Take a Deep Breath


By James Bailey. L.Ac., M.P.H.  |  


Pick up a flower, hold it to your nose, and take a deep breath. What just happened? Through a simple
inhalation we receive and perceive the essence of the flower. What does this have to do with yogic
breathing, or Pranayama? Everything. In that moment our breath comes alive. Likewise, in our yoga
practice each asana is like a flower in which the breath nourishes and informs us of its nature.

Much attention is given to the quality of our breath during practice because of the enormous role it
plays. The breath is not only essential in the cultivation of prana (the ability of our body to
extract and acquire energy from the air), but it also grounds our nervous system and supports our
balance and focus. Any imbalance in the breathing mechanism reduces our ability to gain prana from the
breath and thus weakens our yoga practice.



The most common conditions that effect yogic breathing are weakness of the lungs due to overwork, lack
of rest, and poor cardiovascular tone; constrictive disorders that tighten the smooth muscles of the
airways, like stress or asthma; and some obstructive disorders due to excessive mucus caused by
mucus-producing foods, bronchial asthma, or acute bronchitis. Yet all of these can be remedied with
the use of herbal therapies.



Weakness of the lungs and the breathing mechanisms can occur when the body becomes tired, overworked,
and underrested. The strength of the lungs is directly linked to the strength of the adrenal glands.
(The adrenals produce the hormone epinephrine, which has the effect of dilating the airways and
increasing cardiac output.) A dry cough triggered by light exercise is one telltale sign of weakness
in the lungs and adrenals.



American ginseng, a North American relative of Asian ginseng, is well known as a restorative tonic to
the lungs and adrenals, strengthening weakness of the lungs due to chronic colds, cough, and general
exhaustion. Its cooling and moistening properties are ideal for dry coughs, hot and dry climates,
and those with overheating dispositions. Schizandra is another adaptogenic tonic herb, which when
used over long periods of time, strengthens both the lungs and the adrenals for deeper breathing.



Some antispasmodic herbs are used to release tension from the smooth muscles of the airways. Bala is a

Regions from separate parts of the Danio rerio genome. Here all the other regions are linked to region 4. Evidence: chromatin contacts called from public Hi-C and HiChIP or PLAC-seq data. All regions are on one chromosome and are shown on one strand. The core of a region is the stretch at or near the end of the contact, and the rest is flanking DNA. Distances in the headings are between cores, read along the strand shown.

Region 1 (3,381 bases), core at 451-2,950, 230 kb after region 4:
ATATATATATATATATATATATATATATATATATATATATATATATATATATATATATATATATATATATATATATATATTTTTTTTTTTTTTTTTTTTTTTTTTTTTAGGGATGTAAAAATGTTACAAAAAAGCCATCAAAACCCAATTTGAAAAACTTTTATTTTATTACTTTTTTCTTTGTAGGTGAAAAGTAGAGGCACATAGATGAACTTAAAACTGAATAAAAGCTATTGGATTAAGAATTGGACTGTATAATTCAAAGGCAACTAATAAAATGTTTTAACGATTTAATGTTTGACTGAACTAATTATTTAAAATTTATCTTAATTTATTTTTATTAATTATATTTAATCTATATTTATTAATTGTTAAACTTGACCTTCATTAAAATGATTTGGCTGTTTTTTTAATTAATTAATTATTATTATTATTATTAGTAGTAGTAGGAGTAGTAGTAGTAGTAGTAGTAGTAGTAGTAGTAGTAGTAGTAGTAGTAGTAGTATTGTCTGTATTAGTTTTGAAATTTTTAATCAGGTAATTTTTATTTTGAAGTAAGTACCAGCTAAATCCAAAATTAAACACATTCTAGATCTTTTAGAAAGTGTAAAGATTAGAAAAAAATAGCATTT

popular ayurveda“>Ayurvedic herb in this class and generally recognized as a tonic and rasayana (restorative)
to the respiratory, cardiovascular, and nervous systems. It’s also a gentle bronchodilator used for
bronchospasm and cough. Crampbark is another mild sedative and antispasmodic herb for breathing
difficulty due to stress or asthma, which works by gently relaxing the smooth muscles of the airways.



Excessive mucus production generally indicates a problem with either chronic infection, habitual
consumption of mucus-producing foods, or chronic allergies. Tulsi, or holy basil, one of the most
sacred plants in India, is rich in essential oils and used to cleanse the lungs and treat bronchitis.
As an adaptogenic herb with antioxidant, antibiotic, and antifungal properties, it also strengthens
the body’s ability to cope with stress. Two Chinese herbs used to cleanse the lungs of excessive
mucus are Platycodon and aged citrus peel. Citrus peel is also used to harmonize and warm the
digestion, from which phlegm is said to originate.



Though we can use herbs to improve yogic breathing in both yoga asana and pranayama practices, for
moderate to severe breathing problems like asthma, seek professional help from a qualified Ayurvedic
practitioner or other medical professional. Also, if you’re currently using steroidal or other
inhalants, do not suddenly stop. They should be gradually phased out with professional guidance.

James Bailey, L.Ac., M.P.H., Herbalist AHG, practices Ayurveda, Oriental Medicine, acupuncture,
herbal medicine, and vinyasa yoga in Santa Monica, California.